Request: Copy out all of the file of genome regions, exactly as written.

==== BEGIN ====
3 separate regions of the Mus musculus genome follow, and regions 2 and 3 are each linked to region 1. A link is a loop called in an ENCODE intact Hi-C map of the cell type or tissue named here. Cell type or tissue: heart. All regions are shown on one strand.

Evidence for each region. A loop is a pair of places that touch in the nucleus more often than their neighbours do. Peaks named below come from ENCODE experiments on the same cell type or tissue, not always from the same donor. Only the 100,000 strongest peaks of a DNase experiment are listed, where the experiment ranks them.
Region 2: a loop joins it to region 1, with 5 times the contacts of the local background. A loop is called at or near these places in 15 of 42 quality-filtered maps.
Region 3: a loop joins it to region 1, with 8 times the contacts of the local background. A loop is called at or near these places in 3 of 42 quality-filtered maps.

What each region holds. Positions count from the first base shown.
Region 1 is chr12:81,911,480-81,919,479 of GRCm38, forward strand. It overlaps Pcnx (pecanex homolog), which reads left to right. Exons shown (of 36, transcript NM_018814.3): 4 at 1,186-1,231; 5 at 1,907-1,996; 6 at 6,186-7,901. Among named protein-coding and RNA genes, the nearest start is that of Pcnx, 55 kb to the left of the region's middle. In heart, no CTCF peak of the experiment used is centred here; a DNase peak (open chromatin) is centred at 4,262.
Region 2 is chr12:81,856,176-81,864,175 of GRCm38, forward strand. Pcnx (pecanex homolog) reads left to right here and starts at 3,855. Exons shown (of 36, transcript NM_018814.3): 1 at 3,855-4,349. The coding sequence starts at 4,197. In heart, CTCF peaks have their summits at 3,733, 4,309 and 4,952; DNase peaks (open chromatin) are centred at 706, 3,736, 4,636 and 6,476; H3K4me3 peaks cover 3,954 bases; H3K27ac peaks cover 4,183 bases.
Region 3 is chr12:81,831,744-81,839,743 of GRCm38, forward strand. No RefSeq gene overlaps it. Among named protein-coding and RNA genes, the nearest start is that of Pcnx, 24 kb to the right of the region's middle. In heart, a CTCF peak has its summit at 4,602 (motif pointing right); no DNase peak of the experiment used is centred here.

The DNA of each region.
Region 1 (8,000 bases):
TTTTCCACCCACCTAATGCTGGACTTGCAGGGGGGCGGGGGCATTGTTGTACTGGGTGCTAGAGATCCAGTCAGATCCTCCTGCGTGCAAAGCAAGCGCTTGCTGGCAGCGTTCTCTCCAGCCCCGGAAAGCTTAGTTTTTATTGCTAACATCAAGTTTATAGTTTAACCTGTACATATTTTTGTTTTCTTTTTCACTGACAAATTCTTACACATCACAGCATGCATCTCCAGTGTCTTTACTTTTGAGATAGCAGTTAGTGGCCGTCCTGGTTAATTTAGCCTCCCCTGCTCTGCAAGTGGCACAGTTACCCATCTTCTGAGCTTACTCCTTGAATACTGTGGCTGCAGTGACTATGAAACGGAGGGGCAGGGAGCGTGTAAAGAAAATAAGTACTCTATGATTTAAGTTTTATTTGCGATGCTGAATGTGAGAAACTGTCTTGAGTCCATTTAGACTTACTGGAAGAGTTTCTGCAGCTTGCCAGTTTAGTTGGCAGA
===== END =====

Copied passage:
3 separate regions of the Mus musculus genome follow, and regions 2 and 3 are each linked to region 1. A link is a loop called in an ENCODE intact Hi-C map of the cell type or tissue named here. Cell type or tissue: heart. All regions are shown on one strand.

Evidence for each region. A loop is a pair of places that touch in the nucleus more often than their neighbours do. Peaks named below come from ENCODE experiments on the same cell type or tissue, not always from the same donor. Only the 100,000 strongest peaks of a DNase experiment are listed, where the experiment ranks them.
Region 2: a loop joins it to region 1, with 5 times the contacts of the local background. A loop is called at or near these places in 15 of 42 quality-filtered maps.
Region 3: a loop joins it to region 1, with 8 times the contacts of the local background. A loop is called at or near these places in 3 of 42 quality-filtered maps.

What each region holds. Positions count from the first base shown.
Region 1 is chr12:81,911,480-81,919,479 of GRCm38, forward strand. It overlaps Pcnx (pecanex homolog), which reads left to right. Exons shown (of 36, transcript NM_018814.3): 4 at 1,186-1,231; 5 at 1,907-1,996; 6 at 6,186-7,901. Among named protein-coding and RNA genes, the nearest start is that of Pcnx, 55 kb to the left of the region's middle. In heart, no CTCF peak of the experiment used is centred here; a DNase peak (open chromatin) is centred at 4,262.
Region 2 is chr12:81,856,176-81,864,175 of GRCm38, forward strand. Pcnx (pecanex homolog) reads left to right here and starts at 3,855. Exons shown (of 36, transcript NM_018814.3): 1 at 3,855-4,349. The coding sequence starts at 4,197. In heart, CTCF peaks have their summits at 3,733, 4,309 and 4,952; DNase peaks (open chromatin) are centred at 706, 3,736, 4,636 and 6,476; H3K4me3 peaks cover 3,954 bases; H3K27ac peaks cover 4,183 bases.
Region 3 is chr12:81,831,744-81,839,743 of GRCm38, forward strand. No RefSeq gene overlaps it. Among named protein-coding and RNA genes, the nearest start is that of Pcnx, 24 kb to the right of the region's middle. In heart, a CTCF peak has its summit at 4,602 (motif pointing right); no DNase peak of the experiment used is centred here.

The DNA of each region.
Region 1 (8,000 bases):
TTTTCCACCCACCTAATGCTGGACTTGCAGGGGGGCGGGGGCATTGTTGTACTGGGTGCTAGAGATCCAGTCAGATCCTCCTGCGTGCAAAGCAAGCGCTTGCTGGCAGCGTTCTCTCCAGCCCCGGAAAGCTTAGTTTTTATTGCTAACATCAAGTTTATAGTTTAACCTGTACATATTTTTGTTTTCTTTTTCACTGACAAATTCTTACACATCACAGCATGCATCTCCAGTGTCTTTACTTTTGAGATAGCAGTTAGTGGCCGTCCTGGTTAATTTAGCCTCCCCTGCTCTGCAAGTGGCACAGTTACCCATCTTCTGAGCTTACTCCTTGAATACTGTGGCTGCAGTGACTATGAAACGGAGGGGCAGGGAGCGTGTAAAGAAAATAAGTACTCTATGATTTAAGTTTTATTTGCGATGCTGAATGTGAGAAACTGTCTTGAGTCCATTTAGACTTACTGGAAGAGTTTCTGCAGCTTGCCAGTTTAGTTGGCAGA